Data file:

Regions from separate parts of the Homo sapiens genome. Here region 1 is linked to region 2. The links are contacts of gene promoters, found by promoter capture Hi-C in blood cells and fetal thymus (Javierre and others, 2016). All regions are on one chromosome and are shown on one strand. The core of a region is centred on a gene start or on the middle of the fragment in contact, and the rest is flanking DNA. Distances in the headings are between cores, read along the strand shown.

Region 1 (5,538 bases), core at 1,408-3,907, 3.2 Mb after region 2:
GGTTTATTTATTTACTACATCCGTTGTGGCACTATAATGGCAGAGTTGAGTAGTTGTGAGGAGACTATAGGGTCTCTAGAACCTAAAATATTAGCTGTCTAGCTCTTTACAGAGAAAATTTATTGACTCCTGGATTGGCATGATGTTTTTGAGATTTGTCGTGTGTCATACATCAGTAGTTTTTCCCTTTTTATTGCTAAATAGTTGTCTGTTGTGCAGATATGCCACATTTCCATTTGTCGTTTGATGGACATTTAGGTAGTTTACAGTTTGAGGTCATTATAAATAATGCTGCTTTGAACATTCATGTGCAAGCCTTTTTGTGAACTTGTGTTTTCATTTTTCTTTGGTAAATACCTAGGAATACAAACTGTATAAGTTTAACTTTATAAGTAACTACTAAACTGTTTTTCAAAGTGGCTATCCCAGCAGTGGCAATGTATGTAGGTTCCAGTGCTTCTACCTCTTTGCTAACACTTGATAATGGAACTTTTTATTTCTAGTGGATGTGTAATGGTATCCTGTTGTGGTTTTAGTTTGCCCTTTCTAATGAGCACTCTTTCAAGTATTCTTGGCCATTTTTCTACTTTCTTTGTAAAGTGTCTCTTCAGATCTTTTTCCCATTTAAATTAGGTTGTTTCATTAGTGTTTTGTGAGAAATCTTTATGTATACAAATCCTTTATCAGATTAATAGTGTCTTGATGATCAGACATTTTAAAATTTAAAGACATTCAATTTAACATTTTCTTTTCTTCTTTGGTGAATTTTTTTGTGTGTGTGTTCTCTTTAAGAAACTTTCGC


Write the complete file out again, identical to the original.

Regions from separate parts of the Homo sapiens genome. Here region 1 is linked to region 2. The links are contacts of gene promoters, found by promoter capture Hi-C in blood cells and fetal thymus (Javierre and others, 2016). All regions are on one chromosome and are shown on one strand. The core of a region is centred on a gene start or on the middle of the fragment in contact, and the rest is flanking DNA. Distances in the headings are between cores, read along the strand shown.

Region 1 (5,538 bases), core at 1,408-3,907, 3.2 Mb after region 2:
GGTTTATTTATTTACTACATCCGTTGTGGCACTATAATGGCAGAGTTGAGTAGTTGTGAGGAGACTATAGGGTCTCTAGAACCTAAAATATTAGCTGTCTAGCTCTTTACAGAGAAAATTTATTGACTCCTGGATTGGCATGATGTTTTTGAGATTTGTCGTGTGTCATACATCAGTAGTTTTTCCCTTTTTATTGCTAAATAGTTGTCTGTTGTGCAGATATGCCACATTTCCATTTGTCGTTTGATGGACATTTAGGTAGTTTACAGTTTGAGGTCATTATAAATAATGCTGCTTTGAACATTCATGTGCAAGCCTTTTTGTGAACTTGTGTTTTCATTTTTCTTTGGTAAATACCTAGGAATACAAACTGTATAAGTTTAACTTTATAAGTAACTACTAAACTGTTTTTCAAAGTGGCTATCCCAGCAGTGGCAATGTATGTAGGTTCCAGTGCTTCTACCTCTTTGCTAACACTTGATAATGGAACTTTTTATTTCTAGTGGATGTGTAATGGTATCCTGTTGTGGTTTTAGTTTGCCCTTTCTAATGAGCACTCTTTCAAGTATTCTTGGCCATTTTTCTACTTTCTTTGTAAAGTGTCTCTTCAGATCTTTTTCCCATTTAAATTAGGTTGTTTCATTAGTGTTTTGTGAGAAATCTTTATGTATACAAATCCTTTATCAGATTAATAGTGTCTTGATGATCAGACATTTTAAAATTTAAAGACATTCAATTTAACATTTTCTTTTCTTCTTTGGTGAATTTTTTTGTGTGTGTGTTCTCTTTAAGAAACTTTCGC